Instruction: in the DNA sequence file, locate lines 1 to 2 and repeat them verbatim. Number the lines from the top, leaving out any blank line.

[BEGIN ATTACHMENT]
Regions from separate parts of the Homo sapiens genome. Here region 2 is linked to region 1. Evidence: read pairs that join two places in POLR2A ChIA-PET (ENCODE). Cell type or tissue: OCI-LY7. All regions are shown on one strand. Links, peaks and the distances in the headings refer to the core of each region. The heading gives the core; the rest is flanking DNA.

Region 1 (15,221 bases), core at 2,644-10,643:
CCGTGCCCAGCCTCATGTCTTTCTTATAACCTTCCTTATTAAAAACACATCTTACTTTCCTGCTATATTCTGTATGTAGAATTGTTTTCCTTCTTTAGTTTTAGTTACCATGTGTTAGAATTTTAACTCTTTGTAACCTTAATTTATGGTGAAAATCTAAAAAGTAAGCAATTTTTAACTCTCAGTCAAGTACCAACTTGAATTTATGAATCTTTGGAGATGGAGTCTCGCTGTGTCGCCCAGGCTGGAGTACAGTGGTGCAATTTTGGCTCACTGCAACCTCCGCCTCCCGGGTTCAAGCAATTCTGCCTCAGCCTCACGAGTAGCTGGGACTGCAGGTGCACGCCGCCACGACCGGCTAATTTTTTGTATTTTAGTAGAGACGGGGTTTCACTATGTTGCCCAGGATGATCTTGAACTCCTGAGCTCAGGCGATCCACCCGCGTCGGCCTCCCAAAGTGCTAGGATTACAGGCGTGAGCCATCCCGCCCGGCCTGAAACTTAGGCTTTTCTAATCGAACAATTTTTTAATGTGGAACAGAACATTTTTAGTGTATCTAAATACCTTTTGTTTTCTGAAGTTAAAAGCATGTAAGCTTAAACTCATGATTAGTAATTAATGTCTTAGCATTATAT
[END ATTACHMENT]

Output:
Regions from separate parts of the Homo sapiens genome. Here region 2 is linked to region 1. Evidence: read pairs that join two places in POLR2A ChIA-PET (ENCODE). Cell type or tissue: OCI-LY7. All regions are shown on one strand. Links, peaks and the distances in the headings refer to the core of each region. The heading gives the core; the rest is flanking DNA.

Region 1 (15,221 bases), core at 2,644-10,643: